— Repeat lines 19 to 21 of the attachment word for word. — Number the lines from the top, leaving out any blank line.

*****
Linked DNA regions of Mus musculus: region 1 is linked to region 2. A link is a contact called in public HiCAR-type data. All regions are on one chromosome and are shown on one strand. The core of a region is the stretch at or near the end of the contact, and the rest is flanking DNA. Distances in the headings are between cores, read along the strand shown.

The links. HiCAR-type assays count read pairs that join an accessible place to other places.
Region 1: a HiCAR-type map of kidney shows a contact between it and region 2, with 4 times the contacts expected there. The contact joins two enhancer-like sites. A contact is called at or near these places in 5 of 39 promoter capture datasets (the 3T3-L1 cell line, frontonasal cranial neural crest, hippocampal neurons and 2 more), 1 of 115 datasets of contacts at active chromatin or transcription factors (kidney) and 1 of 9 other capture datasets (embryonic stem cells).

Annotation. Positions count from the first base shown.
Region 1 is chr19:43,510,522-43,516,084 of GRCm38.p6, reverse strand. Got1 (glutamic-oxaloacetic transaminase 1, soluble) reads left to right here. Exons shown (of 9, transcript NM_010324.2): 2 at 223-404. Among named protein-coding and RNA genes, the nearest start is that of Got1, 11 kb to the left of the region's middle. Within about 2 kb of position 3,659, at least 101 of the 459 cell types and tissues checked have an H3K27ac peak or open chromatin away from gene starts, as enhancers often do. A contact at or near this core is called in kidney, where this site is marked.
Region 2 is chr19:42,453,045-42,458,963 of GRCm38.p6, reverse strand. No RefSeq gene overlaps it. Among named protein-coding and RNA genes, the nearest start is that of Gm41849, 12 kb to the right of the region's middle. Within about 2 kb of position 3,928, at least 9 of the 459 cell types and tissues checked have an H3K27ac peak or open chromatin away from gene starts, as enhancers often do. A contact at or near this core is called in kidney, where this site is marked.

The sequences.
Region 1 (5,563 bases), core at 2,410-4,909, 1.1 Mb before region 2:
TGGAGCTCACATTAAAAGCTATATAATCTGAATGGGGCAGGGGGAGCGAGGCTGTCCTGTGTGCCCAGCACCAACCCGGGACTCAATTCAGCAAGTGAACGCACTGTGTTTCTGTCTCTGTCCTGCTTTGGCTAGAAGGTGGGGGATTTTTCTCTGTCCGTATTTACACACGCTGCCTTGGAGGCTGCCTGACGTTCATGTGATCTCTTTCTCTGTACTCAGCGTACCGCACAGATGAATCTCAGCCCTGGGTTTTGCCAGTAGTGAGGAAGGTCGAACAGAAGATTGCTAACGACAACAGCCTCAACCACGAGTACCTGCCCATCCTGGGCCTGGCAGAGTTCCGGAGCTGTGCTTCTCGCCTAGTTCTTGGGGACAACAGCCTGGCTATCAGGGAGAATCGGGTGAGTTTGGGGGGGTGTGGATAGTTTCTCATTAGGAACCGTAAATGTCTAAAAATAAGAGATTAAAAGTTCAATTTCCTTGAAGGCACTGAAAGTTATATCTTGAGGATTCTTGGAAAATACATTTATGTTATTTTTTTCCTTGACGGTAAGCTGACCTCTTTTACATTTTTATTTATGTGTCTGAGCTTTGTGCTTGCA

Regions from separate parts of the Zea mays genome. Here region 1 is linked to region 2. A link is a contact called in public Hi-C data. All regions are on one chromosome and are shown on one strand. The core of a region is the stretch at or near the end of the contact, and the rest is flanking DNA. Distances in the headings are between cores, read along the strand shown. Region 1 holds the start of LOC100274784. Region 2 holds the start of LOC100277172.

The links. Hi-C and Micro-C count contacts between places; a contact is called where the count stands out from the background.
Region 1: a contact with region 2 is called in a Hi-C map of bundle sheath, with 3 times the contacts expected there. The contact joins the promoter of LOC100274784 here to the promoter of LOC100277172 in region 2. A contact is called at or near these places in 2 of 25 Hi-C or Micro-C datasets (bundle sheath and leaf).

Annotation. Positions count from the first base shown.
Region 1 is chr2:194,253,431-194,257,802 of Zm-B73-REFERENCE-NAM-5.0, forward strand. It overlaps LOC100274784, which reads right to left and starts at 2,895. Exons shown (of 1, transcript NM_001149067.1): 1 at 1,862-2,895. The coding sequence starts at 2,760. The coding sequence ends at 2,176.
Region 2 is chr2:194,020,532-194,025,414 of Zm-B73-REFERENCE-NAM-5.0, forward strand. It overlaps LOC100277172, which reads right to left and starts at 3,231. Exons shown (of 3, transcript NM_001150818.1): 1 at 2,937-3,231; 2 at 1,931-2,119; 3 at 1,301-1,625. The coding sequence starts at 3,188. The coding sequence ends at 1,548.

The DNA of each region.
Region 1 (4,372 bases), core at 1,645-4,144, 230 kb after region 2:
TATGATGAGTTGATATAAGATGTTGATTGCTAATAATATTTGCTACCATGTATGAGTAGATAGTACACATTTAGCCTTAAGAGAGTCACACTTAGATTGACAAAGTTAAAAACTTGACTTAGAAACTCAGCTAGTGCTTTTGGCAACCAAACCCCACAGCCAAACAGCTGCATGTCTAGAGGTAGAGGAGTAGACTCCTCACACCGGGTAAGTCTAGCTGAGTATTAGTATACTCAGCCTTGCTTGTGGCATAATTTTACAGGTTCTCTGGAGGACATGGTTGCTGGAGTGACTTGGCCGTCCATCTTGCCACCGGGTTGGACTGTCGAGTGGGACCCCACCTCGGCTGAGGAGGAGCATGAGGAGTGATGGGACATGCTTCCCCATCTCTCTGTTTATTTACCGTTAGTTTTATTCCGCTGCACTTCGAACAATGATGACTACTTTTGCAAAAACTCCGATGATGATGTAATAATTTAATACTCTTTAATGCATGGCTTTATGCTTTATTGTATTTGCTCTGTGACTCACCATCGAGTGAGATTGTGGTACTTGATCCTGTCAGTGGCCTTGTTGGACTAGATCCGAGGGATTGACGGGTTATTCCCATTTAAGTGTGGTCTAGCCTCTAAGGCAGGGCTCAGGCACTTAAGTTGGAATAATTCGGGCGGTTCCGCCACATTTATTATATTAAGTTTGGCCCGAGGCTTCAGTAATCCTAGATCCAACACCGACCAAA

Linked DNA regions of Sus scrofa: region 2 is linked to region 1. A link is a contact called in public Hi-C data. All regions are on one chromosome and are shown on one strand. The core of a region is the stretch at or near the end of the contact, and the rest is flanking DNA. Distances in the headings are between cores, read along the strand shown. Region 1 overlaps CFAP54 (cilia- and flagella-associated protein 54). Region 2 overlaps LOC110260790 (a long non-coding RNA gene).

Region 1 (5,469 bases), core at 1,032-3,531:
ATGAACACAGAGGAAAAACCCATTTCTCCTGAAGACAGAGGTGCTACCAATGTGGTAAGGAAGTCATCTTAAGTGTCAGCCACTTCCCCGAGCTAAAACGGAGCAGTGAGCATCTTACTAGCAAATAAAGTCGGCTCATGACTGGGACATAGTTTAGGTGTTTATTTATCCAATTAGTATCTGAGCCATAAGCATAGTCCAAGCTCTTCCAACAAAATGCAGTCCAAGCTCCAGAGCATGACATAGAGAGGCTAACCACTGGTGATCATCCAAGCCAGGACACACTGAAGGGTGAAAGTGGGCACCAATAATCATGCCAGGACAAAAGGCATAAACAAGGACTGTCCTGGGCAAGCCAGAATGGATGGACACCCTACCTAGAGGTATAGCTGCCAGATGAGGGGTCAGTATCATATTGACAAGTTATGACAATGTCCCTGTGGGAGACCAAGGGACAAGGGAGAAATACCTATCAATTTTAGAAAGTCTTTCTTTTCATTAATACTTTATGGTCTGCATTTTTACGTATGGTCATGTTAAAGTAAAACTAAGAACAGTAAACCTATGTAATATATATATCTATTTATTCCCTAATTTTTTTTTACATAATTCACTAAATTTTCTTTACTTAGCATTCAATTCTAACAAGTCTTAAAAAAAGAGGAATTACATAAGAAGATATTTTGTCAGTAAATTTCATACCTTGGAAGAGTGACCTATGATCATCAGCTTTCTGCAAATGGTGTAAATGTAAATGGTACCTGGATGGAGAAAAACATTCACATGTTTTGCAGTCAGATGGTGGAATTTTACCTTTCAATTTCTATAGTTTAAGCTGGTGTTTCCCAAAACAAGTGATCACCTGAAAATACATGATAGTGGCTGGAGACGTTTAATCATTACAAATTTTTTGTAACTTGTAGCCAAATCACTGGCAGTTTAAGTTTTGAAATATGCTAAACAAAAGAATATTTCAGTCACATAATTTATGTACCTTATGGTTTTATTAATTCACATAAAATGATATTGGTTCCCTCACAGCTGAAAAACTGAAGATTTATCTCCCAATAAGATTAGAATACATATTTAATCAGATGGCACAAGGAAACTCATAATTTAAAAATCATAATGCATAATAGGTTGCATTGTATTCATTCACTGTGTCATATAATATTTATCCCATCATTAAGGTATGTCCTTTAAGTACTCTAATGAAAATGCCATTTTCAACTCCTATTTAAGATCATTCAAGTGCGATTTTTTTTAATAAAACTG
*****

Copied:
Linked DNA regions of Sus scrofa: region 2 is linked to region 1. A link is a contact called in public Hi-C data. All regions are on one chromosome and are shown on one strand. The core of a region is the stretch at or near the end of the contact, and the rest is flanking DNA. Distances in the headings are between cores, read along the strand shown. Region 1 overlaps CFAP54 (cilia- and flagella-associated protein 54). Region 2 overlaps LOC110260790 (a long non-coding RNA gene).

Region 1 (5,469 bases), core at 1,032-3,531:
ATGAACACAGAGGAAAAACCCATTTCTCCTGAAGACAGAGGTGCTACCAATGTGGTAAGGAAGTCATCTTAAGTGTCAGCCACTTCCCCGAGCTAAAACGGAGCAGTGAGCATCTTACTAGCAAATAAAGTCGGCTCATGACTGGGACATAGTTTAGGTGTTTATTTATCCAATTAGTATCTGAGCCATAAGCATAGTCCAAGCTCTTCCAACAAAATGCAGTCCAAGCTCCAGAGCATGACATAGAGAGGCTAACCACTGGTGATCATCCAAGCCAGGACACACTGAAGGGTGAAAGTGGGCACCAATAATCATGCCAGGACAAAAGGCATAAACAAGGACTGTCCTGGGCAAGCCAGAATGGATGGACACCCTACCTAGAGGTATAGCTGCCAGATGAGGGGTCAGTATCATATTGACAAGTTATGACAATGTCCCTGTGGGAGACCAAGGGACAAGGGAGAAATACCTATCAATTTTAGAAAGTCTTTCTTTTCATTAATACTTTATGGTCTGCATTTTTACGTATGGTCATGTTAAAGTAAAACTAAGAACAGTAAACCTATGTAATATATATATCTATTTATTCCCTAATTTTTTTTTACATAATTCACTAAATTTTCTTTACTTAGCATTCAATTCTAACAAGTCTTAAAAAAAGAGGAATTACATAAGAAGATATTTTGTCAGTAAATTTCATACCTTGGAAGAGTGACCTATGATCATCAGCTTTCTGCAAATGGTGTAAATGTAAATGGTACCTGGATGGAGAAAAACATTCACATGTTTTGCAGTCAGATGGTGGAATTTTACCTTTCAATTTCTATAGTTTAAGCTGGTGTTTCCCAAAACAAGTGATCACCTGAAAATACATGATAGTGGCTGGAGACGTTTAATCATTACAAATTTTTTGTAACTTGTAGCCAAATCACTGGCAGTTTAAGTTTTGAAATATGCTAAACAAAAGAATATTTCAGTCACATAATTTATGTACCTTATGGTTTTATTAATTCACATAAAATGATATTGGTTCCCTCACAGCTGAAAAACTGAAGATTTATCTCCCAATAAGATTAGAATACATATTTAATCAGATGGCACAAGGAAACTCATAATTTAAAAATCATAATGCATAATAGGTTGCATTGTATTCATTCACTGTGTCATATAATATTTATCCCATCATTAAGGTATGTCCTTTAAGTACTCTAATGAAAATGCCATTTTCAACTCCTATTTAAGATCATTCAAGTGCGATTTTTTTTAATAAAACTG